French beat out US on Egyptian nuclear deal

By , Dr. Stauffer is research associate at the Harvard Center for Middle East Studies.

American negotiators were dispatched this week to Cairo in a sudden effort to finalize the long languishing United States-Egypttian agreement on nuclear power.

Following in the lake of last month's equally sudden Franco- Egyptian nuclear accord, the precipitate fielding by the US of this negotiating team suggests an emerging nuclear rivalry in the Middle East.

This in turn adds a possible nuclear dimension to the "European option" for peace and political presence in the Middle East.

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The swiftly reached agreement between Egypt and France, the paramount nuclear state in Europe, overtook more than five arduous years of negotiations between the US and Egypt. It may betoken a major victory for France's nuclear export program, as well as signaling an effort by Egypt to distance itself from its prominent association with the US.

Neither Paris nor Cairo has published the agreement, which was announced Feb. 12 during Egyptian President Anwar Sadat's quick state visit to Paris. French officials, however, left quickly thereafter for Cairo to work out further details. *TEgypt's Minister of Energy Ezzlel-din Halal declared that the accord includes two 900-megawatt power reactors, analogous to those which France now installs domestically at the rate of almost one per month. The export value exceeds $2 billion.

Both Westinghouse, the US competitor for the reactor contract, and the US Department of State play down the French agreement. They cite other examples of accords signed by France that did not lead to firm export contracts -- as in China for nuclear plants, or in Morocco for a set of industrial projects.

Some analysts argue that Egypt is using the agreement to catalyze the long-awaited accord with the US. But other factors suggest the deal is real, paralleling moves throughout the Arab world toward cooperation with West Europe rather than with the US.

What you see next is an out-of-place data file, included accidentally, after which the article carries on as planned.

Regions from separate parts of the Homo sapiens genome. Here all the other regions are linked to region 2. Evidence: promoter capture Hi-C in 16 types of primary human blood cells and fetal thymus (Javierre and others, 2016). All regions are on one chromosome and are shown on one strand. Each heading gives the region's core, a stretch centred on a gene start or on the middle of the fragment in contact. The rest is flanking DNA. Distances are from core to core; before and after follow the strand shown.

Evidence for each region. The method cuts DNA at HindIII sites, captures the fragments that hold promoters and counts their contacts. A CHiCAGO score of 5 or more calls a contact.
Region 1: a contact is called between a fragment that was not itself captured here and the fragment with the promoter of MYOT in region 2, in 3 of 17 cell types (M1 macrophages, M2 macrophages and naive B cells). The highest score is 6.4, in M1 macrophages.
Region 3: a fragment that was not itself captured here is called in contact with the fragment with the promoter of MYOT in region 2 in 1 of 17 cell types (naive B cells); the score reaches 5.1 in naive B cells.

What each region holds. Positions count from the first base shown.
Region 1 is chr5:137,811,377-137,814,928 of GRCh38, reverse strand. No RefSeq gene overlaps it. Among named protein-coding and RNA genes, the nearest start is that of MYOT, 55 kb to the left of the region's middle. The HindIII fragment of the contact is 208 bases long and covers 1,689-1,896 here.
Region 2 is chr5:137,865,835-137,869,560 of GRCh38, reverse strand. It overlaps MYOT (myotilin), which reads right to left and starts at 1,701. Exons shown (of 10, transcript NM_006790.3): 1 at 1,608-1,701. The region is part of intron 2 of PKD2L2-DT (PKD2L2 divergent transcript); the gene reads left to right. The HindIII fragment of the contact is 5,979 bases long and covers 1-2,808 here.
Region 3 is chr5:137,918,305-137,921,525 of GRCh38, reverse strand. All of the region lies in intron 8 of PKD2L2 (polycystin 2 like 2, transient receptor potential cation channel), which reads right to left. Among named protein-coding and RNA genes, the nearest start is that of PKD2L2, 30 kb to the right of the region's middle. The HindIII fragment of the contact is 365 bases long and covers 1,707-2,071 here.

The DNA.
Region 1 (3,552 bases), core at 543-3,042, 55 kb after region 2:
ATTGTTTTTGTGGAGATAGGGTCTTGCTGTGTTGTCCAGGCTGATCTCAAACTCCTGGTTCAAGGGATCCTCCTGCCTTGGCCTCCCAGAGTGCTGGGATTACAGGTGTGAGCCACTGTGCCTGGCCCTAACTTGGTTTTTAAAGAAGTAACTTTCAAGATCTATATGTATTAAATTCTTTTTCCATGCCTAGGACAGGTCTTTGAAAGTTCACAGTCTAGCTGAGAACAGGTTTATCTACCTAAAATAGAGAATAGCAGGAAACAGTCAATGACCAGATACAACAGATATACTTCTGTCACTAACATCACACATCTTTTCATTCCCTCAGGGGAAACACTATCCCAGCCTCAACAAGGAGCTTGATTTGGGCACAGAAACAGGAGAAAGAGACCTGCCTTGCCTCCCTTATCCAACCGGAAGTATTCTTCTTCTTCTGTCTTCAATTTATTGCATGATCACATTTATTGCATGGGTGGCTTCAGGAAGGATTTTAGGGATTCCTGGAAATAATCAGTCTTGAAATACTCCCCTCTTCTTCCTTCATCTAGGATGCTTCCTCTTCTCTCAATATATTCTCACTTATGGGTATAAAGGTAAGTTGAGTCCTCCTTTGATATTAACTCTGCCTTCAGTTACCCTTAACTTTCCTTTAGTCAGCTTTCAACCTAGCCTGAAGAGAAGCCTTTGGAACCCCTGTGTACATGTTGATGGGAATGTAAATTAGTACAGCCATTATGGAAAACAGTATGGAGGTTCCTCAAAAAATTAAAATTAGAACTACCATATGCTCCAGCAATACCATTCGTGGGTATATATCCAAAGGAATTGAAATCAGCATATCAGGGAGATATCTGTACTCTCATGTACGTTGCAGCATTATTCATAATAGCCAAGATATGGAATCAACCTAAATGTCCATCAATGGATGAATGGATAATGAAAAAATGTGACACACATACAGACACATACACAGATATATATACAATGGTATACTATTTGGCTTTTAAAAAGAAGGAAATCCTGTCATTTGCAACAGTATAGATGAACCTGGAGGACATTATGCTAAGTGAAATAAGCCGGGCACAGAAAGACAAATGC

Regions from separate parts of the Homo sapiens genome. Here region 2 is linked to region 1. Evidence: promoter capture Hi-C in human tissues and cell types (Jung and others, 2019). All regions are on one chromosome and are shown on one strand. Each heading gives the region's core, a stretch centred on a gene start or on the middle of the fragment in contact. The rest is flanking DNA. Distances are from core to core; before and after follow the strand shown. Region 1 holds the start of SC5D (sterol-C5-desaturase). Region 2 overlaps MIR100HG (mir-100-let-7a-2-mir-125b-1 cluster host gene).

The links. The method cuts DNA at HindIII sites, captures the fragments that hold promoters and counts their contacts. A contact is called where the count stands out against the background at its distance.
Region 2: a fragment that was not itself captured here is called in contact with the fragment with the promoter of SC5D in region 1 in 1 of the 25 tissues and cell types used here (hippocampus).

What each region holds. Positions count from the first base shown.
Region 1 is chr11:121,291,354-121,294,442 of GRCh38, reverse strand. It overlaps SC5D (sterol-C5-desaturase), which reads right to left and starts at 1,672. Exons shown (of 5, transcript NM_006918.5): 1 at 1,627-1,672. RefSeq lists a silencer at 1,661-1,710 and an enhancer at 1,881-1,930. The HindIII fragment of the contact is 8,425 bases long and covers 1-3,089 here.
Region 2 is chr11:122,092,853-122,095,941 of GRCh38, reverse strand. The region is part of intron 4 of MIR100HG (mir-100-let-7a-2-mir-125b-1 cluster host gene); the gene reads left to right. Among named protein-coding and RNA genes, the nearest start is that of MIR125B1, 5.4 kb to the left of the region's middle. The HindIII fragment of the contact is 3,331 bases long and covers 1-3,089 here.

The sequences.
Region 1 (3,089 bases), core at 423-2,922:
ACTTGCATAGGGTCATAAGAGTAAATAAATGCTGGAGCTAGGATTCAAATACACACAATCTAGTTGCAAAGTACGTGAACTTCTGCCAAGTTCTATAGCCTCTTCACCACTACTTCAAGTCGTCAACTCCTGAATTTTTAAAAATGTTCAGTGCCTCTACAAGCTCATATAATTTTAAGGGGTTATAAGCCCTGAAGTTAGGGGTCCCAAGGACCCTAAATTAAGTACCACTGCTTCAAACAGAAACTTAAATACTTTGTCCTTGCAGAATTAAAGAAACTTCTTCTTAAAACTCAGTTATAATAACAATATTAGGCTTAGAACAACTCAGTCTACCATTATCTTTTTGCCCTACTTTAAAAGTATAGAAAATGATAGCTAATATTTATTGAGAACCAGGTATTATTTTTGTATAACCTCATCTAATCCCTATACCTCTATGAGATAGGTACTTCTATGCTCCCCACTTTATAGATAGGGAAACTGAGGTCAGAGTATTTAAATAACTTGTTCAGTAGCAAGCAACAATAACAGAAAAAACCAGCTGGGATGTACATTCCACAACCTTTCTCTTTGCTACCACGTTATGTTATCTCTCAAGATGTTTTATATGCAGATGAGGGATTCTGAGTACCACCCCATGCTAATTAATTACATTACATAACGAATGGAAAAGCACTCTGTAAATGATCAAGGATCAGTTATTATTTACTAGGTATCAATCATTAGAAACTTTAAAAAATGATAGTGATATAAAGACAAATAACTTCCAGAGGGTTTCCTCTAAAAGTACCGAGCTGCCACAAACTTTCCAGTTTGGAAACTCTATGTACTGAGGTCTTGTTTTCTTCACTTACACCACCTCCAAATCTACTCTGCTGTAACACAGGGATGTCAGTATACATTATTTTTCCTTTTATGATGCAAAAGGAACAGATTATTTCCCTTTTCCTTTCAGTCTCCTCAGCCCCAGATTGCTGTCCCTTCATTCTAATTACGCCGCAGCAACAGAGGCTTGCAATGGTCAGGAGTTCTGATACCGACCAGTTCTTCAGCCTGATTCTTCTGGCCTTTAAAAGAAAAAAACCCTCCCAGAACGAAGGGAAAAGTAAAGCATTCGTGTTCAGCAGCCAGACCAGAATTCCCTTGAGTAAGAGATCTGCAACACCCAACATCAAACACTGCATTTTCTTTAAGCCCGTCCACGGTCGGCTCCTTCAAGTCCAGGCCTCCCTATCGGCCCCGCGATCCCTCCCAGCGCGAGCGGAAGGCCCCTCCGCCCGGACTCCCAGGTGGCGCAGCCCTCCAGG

France is actively pursuing reactor exports, capitalizing on its successful domestic program. And Egypt desperately needs alternatives to its limited oil or gas for future electricity needs.

The Aswan Dam is efectively at full capacity, and the only other major hydro option -- the Qattara Depression project -- involves channeling Mediterranean water 150 kilometers southward from the coast into a deep depression. The Qattara scheme is both economically and ecologically dubious and is generally discounted as improbable.

Egypt thus hopes to replace conventional oil-or gas-fired thermal power stations with nuclear reactors, freeing its limited amounts of more valuable oil for profitable export to Europe. Each reactor could release some 9 million barrels of oil per year for export -- almost $350 million at current prices, and the savings escalate with higher oil prices.

The pair of French reactors would thus save more foreign exchange than the gross earnings of the Suez Canal. Not surprisingly, the deal looms enticingly large in Egyptian economic planning.

The rapid signing of the French accord, coupled with President Sadat's unilateral ratification of the Nuclear Non-Proliferation Treaty on feb. 26, contrast dramatically with the prior languid pace of US-Egyptian nrgotiations. Westinghouse's discussions with Egypt over the sale of one 600-megawatt reactor, a size not built in the US, go back at least to 1975.

Westinghouse was willing to sell, but the tortuous and tortoise- paced negotiations focused on obtaining the US export license and were an irritant in US-Egyptian relations. An agreement already was initialed in late 1976. But the US then reneged, arguing that the Congress was "not yet ready."

US negotiators had tied the Egyptian agreement to a tandem arrangement with Israel. But the Israelis persistently refused to accept non-proliferation safeguards, further delaying discussions -- gratuitously, in the Egyptian view.

Egyptian officials have voiced increasing doubts over the past year about US good faith. They privately accused the US of deliberately obstructing agreement on one hand, while eliminating any alternative option on the other.

It was known to Egypt that the US had exerted diplomatic pressure on France to forestall an earlier French export effort. They bitterly contrasted US efforts to impose ever more stringent controls on spent reactor fuel in Egypt while allegedly supplying Israel both with weapons-grade fissile material and detailed nuclear weapons designs.

Now, however, the US negotiating team is expected to complete the agreement with CAiro shortly -- a much simpler task since President Sadat defused the plutonium issue by ratifying the Non- Proliferation Treaty.

The main US argument now is that the reactor cannot be financed. This tends to fuel lingering Egyptian suspicions about US intentions. Even in 1976, Egyptian sources argue, the oil savings were large enough to pay off the plant in less than 10 years. Since then, higher oil prices have telescoped the payoff period to le ss than four years.

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